By Michael Portillo, July 23, 2006.
George Bush and Tony Blair refuse to support United Nations calls for a
ceasefire between Israel and fighters in Gaza and Lebanon. Our two countries
risk both diplomatic isolation and criticism at home, since the toll of civilian
casualties sickens public opinion across the world.
Caught unawares by a microphone in St Petersburg, Bush and Blair expressed
no concern for the suffering. The president’s strategic analysis (“the irony is
that what they need to do is get Syria to get Hezbollah to stop doing this shit
and it’s all over”) was inadequate to say the least, and in the brief exchange
Blair descended to Bush’s level of inarticulacy.
None of that means their policy is wrong. To explain why they might be right is
an uphill struggle because many more innocents are dying in Lebanon than in
Israel, making it easy to accuse the Jewish state of disproportionate violence.
The proper question has to go beyond “how many civilians are dying today?” to
“can Israel’s actions contribute to eventual peace?”
The second question is legitimate because Israel is committed to extracting
itself from much of the territory it has occupied since 1967. The proposal to
pull out was so controversial among Israelis that Ariel Sharon, the last prime
minister, left the Likud party. He created a new party, Kadima, which won
office on its single issue promise of unilateral withdrawal. It will involve the
destruction of some Jewish settlements.
Sharon’s unilateralism was criticised by both Israelis and Palestinians. But he
could find no Palestinian leadership able to deliver and enforce a deal. The late
Yasser Arafat was both ineffectual and in hock to the terrorists.
Mahmoud Abbas, his successor as president of the Palestinian Authority,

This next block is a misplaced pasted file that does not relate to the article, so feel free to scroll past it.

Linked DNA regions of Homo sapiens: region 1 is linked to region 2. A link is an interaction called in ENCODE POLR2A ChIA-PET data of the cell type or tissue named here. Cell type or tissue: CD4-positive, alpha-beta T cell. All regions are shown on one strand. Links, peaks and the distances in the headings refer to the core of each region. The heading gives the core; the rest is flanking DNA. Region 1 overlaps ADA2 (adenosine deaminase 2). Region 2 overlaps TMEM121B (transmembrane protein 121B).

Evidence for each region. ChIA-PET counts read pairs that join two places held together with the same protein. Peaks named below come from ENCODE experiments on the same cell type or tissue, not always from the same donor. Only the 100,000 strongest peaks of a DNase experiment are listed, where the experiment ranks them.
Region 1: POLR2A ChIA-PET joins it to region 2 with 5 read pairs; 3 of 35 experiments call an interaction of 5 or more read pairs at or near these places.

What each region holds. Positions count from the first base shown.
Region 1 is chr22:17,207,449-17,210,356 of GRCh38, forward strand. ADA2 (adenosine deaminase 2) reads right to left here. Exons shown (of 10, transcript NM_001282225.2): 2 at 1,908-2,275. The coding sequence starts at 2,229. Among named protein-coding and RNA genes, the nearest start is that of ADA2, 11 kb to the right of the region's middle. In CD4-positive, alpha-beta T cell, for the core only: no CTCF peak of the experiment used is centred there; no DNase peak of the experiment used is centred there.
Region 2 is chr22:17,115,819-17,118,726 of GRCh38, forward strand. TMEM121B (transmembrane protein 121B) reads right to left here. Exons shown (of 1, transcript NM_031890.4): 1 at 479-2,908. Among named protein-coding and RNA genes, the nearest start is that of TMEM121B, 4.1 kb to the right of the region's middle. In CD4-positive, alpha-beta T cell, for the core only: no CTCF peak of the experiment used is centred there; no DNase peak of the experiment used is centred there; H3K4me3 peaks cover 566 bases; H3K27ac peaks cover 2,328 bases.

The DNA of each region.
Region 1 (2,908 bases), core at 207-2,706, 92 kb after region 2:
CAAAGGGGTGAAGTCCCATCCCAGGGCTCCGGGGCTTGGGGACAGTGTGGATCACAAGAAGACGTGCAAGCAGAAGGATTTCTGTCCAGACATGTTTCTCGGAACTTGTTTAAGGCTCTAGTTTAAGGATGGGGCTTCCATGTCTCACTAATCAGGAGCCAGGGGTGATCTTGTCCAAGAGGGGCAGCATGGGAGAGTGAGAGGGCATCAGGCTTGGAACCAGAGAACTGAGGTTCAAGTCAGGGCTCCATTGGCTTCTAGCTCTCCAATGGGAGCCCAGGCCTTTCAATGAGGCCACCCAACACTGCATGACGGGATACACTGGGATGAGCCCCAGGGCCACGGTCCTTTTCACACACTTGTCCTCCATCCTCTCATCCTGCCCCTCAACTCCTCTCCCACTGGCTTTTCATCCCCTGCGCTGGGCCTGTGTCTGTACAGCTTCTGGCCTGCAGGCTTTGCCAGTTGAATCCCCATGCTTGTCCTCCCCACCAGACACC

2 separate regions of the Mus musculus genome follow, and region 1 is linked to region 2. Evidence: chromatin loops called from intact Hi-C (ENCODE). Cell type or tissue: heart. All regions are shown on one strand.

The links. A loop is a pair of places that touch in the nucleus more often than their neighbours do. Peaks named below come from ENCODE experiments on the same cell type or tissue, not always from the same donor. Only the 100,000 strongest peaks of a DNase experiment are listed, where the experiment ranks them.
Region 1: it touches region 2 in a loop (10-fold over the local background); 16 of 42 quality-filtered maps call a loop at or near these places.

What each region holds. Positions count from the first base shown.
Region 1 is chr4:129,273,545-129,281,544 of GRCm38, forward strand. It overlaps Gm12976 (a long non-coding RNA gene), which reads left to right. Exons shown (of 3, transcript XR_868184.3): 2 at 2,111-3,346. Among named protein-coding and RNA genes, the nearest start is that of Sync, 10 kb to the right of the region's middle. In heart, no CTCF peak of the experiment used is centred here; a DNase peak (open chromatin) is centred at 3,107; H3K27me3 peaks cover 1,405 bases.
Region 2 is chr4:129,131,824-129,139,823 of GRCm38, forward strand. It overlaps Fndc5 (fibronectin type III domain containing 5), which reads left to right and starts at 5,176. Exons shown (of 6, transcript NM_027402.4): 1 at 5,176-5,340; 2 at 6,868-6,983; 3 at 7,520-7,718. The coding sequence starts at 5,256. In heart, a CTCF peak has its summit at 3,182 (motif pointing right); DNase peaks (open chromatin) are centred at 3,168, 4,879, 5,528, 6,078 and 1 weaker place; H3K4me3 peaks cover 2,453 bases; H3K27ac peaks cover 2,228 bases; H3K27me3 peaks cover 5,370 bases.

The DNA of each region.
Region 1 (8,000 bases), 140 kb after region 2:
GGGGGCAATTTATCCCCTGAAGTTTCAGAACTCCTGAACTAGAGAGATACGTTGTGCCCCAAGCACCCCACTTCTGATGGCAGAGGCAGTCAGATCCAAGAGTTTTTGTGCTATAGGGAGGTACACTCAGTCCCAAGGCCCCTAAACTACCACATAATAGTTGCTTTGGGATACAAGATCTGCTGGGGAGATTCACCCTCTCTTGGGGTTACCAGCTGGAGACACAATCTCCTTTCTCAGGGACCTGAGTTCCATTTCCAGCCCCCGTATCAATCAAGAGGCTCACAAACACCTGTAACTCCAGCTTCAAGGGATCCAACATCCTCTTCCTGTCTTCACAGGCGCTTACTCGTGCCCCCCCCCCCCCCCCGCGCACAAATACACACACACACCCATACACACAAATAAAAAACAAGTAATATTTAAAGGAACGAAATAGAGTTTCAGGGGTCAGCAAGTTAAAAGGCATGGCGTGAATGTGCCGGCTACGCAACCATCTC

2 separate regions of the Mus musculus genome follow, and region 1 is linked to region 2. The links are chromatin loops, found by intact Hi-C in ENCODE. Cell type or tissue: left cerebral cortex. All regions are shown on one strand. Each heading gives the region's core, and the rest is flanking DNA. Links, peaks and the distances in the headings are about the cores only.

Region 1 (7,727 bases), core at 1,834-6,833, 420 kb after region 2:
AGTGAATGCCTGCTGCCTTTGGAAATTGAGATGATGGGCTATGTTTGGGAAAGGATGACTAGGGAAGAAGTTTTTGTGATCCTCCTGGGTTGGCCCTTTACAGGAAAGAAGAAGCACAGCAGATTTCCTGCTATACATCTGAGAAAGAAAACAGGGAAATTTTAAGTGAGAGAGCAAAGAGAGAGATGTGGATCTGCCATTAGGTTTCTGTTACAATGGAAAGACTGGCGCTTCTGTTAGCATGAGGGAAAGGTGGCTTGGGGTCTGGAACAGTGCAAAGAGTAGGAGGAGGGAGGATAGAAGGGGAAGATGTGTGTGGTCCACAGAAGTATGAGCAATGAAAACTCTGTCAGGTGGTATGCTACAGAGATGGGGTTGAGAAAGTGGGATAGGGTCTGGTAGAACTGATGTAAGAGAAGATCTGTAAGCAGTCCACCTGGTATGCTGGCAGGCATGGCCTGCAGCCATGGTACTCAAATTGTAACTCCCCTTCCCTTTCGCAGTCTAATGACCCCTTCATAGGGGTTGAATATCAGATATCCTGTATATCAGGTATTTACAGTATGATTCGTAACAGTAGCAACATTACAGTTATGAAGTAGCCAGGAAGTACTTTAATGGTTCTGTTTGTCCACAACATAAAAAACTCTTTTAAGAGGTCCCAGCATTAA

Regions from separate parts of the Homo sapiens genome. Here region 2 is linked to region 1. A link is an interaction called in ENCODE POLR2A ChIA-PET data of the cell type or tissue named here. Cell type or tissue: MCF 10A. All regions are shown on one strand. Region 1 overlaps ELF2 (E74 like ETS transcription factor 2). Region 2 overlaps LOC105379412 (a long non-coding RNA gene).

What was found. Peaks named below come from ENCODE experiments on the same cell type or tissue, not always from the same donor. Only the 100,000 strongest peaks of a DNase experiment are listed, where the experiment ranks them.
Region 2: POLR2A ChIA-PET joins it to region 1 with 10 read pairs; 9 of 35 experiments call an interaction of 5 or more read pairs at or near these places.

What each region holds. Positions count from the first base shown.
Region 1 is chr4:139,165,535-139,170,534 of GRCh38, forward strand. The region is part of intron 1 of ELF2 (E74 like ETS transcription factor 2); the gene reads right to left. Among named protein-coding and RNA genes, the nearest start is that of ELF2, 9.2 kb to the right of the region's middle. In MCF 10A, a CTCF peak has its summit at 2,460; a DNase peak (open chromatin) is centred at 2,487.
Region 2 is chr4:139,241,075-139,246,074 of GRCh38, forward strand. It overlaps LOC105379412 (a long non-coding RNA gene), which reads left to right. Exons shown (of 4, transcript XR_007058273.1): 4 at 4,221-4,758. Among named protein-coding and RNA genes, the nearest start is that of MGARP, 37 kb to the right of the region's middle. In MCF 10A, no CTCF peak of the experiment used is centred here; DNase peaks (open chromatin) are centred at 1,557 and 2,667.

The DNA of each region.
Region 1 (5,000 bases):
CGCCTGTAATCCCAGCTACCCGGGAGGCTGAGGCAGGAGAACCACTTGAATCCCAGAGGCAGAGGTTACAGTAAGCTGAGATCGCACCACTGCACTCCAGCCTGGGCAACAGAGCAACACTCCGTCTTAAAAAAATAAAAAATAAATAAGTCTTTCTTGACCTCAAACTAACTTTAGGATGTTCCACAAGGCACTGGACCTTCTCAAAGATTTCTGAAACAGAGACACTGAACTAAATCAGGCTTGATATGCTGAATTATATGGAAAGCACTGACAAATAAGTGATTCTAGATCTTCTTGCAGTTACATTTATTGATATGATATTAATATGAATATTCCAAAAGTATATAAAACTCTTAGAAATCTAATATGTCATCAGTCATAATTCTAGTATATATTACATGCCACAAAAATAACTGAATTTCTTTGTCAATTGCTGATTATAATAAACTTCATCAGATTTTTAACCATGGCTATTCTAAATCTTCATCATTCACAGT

shows willing but is largely powerless, all the more so since Hamas took over
the Palestinian government in a surprise election victory this year. The dual
leadership of Abbas and Hamas illustrates the division in Palestinian public
opinion between those willing to create a new state alongside Israel and those
committed to Israel’s destruction.
In May Abbas proposed resolving that ambiguity with a referendum. He is
willing to gamble that even though Hamas won the elections, the majority of
Palestinians accept the two-state solution. A positive ballot would bring the
Palestinians into line with the Arab League, which in 2002 voted to accept
Israel’s existence if it gave up the occupied territories.
Before the question could be put, Hamas fighters kidnapped an Israeli soldier in
a raid from Gaza, from which Sharon had withdrawn. A kidnap puts
tremendous pressure on a government. It enrages public opinion and the crisis
cannot end until the hostage is released or murdered.
Presumably that is why the terrorists chose the tactic. Israel’s response
to the abduction was bound to be ‘disproportionate’. Among Israelis the attack
also discredits the policy of unilateral withdrawal because it seems to leave
Optimists have hoped that Hamas might in time be willing to recognise Israel’s
right to exist. It may yet happen but the kidnap is not a promising sign. In any
case, if Israel and Hamas are to do business they must work that out for
themselves. It is hard to see how US or European mediation could help.
Even the most sanguine pro-Arab apologist would not suggest that Hezbollah
will soon be ready to recognise Israel. So in responding with massive force to
the kidnapping of two more soldiers by Hezbollah, Israel is not only attempting
to disarm a well-equipped hostile force. It would also marginalise a group that
opposes the two-state solution, endorsed by most Arab countries.
Both Egypt and Saudi Arabia have condemned Hezbollah’s aggression. If
Hezbollah remains in control of large parts of Lebanon, then that country cannot
enjoy stability and Israel will not gain peace even if it continues to withdraw
from occupied areas. For Israelis only the prospect of security justifies the
trading of captured land.
The American government will understand that position. Additionally, Bush
does not want to imitate President Clinton, who in the last weeks of his